Ferguson's team are at Sunderland on Saturday when they hope to maintain their 15-point lead in the Premier League, then in west London for Monday's FA Cup quarter-final replay against Chelsea. The Scot will also be able to call on Paul Scholes, who has now recovered from a knee injury.
Jones has been out since damaging ankle ligaments in the 2-1 FA Cup win over Reading on 18 February, meaning the 21-year-old has not played for more than five weeks. Before the international break and United's last match, a 1-0 league victory also over Reading, Ferguson said of him: "Phil Jones should start training next week. He is coming on."
Unless he has suffered a relapse Jones will have had nearly two weeks to regain match fitness, and Ferguson may decide the trip to Stamford Bridge is the better option for him.
Scholes has not played for over two months since he injured a knee playing against Fulham in the 4-1 FA Cup win in late January. Regarding the 38-year-old, Ferguson wrote in the programme ahead of the Reading game: "I am also delighted to say that Paul Scholes is back in training, and he will play a part in keeping us fresh."
The Scot also added that as United target a league and FA Cup double those of his squad who were not on international duty may prove vital. "The players who will miss the international trips like [Ryan] Giggs, Anderson, [Nemanja] Vidic, [Alexander] Buttner and Rafa [Da Silva] will be key players on the run-in."
Martin O'Neill's Sunderland have not registered a win in seven games and with Steven Fletcher and Lee Cattermole ruled out for the rest of the season, the task to garner enough points to avoid relegation has been made tougher.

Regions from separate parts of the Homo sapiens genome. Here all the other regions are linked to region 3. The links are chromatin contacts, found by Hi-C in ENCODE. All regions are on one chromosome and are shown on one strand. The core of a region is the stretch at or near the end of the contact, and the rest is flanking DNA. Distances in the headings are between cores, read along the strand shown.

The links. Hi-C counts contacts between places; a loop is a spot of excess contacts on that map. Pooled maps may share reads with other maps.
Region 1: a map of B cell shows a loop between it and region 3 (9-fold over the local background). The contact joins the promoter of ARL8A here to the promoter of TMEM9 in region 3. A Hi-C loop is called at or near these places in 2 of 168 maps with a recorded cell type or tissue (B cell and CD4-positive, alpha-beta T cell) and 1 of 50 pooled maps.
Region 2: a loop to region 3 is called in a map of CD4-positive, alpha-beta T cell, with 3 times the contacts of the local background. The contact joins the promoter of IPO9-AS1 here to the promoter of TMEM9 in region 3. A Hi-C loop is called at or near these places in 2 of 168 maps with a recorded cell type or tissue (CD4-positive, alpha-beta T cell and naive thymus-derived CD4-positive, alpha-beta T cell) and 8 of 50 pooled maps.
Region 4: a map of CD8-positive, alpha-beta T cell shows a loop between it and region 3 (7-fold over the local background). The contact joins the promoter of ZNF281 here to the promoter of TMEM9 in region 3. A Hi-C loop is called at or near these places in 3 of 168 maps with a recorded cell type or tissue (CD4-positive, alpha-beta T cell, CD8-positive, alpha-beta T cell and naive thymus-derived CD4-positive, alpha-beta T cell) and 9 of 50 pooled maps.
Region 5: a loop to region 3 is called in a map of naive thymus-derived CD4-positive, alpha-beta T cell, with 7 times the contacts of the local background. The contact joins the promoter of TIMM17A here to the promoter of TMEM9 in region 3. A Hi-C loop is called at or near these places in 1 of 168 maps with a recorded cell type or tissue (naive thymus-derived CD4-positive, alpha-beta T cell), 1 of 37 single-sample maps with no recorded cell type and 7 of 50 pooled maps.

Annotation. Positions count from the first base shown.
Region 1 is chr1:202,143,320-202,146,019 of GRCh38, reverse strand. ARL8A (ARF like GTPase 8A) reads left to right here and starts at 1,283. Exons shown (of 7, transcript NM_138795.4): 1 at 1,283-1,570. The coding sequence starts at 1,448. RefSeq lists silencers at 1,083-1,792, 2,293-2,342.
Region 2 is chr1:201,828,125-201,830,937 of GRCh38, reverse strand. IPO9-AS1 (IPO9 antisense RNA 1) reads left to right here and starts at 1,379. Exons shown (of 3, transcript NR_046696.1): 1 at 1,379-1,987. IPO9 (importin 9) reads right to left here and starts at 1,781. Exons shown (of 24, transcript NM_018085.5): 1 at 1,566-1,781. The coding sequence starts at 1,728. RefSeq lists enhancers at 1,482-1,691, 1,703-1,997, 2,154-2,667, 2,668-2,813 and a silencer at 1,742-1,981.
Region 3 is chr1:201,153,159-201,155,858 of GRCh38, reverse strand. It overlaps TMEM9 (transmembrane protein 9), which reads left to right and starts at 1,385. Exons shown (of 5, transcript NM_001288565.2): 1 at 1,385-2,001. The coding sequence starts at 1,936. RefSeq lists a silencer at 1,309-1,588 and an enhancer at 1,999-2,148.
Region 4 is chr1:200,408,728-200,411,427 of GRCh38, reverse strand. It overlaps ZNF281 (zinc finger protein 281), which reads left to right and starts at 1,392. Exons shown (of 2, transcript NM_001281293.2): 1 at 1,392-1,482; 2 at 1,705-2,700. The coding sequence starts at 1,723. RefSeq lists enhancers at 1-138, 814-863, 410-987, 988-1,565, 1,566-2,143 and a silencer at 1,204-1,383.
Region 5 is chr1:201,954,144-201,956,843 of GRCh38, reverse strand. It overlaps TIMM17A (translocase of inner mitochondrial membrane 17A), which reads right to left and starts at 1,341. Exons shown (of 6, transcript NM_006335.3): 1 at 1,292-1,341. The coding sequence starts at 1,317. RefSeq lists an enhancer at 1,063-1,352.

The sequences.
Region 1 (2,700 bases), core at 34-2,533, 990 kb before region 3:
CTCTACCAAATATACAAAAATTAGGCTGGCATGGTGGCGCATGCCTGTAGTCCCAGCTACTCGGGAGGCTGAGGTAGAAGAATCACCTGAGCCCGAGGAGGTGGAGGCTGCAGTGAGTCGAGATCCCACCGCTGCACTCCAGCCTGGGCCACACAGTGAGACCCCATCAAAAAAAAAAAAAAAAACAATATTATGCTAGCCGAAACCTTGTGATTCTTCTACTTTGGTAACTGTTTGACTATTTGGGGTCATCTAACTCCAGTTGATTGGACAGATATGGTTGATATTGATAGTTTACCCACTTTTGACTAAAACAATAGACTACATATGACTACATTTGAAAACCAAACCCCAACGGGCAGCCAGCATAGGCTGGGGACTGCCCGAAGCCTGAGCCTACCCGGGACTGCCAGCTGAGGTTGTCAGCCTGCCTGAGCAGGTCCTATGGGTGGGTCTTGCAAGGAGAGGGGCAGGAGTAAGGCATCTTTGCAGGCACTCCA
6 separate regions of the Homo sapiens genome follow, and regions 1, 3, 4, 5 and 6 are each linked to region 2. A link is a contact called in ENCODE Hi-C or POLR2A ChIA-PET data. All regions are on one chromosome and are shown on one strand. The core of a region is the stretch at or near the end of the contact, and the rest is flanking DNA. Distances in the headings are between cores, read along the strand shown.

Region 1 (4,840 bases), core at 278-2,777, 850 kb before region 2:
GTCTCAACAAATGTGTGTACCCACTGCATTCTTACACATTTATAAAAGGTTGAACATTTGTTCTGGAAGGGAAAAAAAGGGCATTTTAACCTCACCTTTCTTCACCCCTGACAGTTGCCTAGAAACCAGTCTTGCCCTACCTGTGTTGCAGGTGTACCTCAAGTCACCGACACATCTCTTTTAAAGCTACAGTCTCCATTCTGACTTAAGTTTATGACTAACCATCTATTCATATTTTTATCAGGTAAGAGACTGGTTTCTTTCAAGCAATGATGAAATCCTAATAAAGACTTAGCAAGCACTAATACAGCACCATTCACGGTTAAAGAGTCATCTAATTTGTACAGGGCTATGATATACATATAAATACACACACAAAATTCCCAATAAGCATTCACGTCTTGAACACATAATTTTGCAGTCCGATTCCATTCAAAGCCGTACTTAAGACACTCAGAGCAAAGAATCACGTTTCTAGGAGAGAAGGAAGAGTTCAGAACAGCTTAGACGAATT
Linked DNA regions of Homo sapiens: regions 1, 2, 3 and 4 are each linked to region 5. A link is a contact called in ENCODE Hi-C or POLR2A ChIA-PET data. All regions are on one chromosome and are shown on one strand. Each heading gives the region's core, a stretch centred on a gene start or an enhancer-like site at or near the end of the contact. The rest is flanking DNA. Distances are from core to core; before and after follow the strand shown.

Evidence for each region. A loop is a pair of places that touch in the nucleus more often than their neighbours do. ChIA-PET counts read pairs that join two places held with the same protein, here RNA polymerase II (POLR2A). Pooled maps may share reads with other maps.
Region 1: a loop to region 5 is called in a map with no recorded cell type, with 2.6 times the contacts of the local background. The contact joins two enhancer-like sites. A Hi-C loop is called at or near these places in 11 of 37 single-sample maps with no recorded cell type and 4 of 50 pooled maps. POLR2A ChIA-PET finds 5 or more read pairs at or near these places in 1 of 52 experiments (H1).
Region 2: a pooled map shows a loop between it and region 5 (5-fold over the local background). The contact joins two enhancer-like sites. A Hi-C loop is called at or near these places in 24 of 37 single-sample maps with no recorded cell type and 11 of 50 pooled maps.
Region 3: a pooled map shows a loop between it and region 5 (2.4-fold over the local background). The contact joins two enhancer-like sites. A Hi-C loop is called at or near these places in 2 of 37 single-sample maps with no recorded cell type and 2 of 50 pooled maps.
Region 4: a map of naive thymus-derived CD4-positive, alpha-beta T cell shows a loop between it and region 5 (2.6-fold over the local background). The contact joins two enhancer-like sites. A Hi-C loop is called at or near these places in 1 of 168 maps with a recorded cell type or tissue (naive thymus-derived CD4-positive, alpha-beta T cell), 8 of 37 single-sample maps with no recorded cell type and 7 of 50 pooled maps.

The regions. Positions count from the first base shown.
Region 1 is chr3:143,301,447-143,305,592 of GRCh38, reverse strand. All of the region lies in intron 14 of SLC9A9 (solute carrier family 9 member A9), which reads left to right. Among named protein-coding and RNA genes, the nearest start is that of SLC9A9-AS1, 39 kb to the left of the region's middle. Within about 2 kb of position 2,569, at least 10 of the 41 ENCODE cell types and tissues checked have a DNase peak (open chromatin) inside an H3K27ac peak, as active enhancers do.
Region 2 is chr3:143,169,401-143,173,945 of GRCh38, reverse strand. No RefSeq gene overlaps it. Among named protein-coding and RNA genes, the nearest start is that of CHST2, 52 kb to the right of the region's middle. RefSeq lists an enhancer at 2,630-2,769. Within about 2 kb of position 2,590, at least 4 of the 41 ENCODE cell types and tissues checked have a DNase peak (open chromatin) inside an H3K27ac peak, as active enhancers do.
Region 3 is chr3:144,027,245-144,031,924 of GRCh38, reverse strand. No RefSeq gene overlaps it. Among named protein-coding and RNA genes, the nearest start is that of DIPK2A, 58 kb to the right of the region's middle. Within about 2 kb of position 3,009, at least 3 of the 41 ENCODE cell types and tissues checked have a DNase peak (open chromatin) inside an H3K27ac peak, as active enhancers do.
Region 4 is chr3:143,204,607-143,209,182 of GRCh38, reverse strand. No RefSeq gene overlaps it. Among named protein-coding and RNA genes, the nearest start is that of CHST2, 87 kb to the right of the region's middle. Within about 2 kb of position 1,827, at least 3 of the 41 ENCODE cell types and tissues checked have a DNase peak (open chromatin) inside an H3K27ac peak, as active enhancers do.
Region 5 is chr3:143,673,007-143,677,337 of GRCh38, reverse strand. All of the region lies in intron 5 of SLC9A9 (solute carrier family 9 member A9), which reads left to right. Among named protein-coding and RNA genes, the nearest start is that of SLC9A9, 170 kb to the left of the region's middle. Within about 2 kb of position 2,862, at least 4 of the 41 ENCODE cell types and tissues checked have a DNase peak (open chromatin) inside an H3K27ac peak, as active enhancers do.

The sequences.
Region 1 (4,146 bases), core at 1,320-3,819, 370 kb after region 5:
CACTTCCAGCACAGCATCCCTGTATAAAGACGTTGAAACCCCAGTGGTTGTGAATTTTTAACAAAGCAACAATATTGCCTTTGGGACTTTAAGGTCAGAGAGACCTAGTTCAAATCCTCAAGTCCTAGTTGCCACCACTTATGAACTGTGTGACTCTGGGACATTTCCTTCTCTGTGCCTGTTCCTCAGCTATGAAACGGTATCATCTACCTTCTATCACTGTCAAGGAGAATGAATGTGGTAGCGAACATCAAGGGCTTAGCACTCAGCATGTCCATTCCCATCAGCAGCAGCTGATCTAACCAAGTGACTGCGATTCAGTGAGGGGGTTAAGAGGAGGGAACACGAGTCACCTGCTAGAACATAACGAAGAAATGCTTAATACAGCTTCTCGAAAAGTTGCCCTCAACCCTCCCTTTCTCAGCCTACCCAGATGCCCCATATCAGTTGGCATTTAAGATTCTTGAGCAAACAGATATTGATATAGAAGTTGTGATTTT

"The old cliche about people stepping up to the plate has never been more relevant," said O'Neill, whose team are four points above third-bottom Wigan.
The Northern Irishman dismissed claims that he has become uncharacteristically worn down by a season of setbacks, including the knee operation that Cattermole, his captain and key midfielder, underwent on Wednesday.
"Remaining upbeat is actually in my nature," said O'Neill, whose side face Chelsea, Newcastle, Everton and Aston Villa after their meeting with United. "I can be down when we've lost matches but fighting back is part of me. Being down is not in my nature. Setbacks are part of the game. You have to expect these things. We have a battle on but we have some great games ahead that we can look forward to rather than shy away from. They are tough but exciting to be involved in. If you are telling me that I am downbeat, I don't see it. I genuinely don't see it. I am still enthused about the game."
O'Neill understands why some Sunderland supporters are losing faith. "The fans have come in big numbers to support us," he said. "We have not given them a great deal to support all season. They are entitled to be frustrated. Personally speaking, I believe this is years of pent-up frustration that Sunderland have not won a trophy for 40 years.
"That could be a north east pent-up feeling. If that comes out in explosions of pent-up frustration then I understand it. We have to do better."
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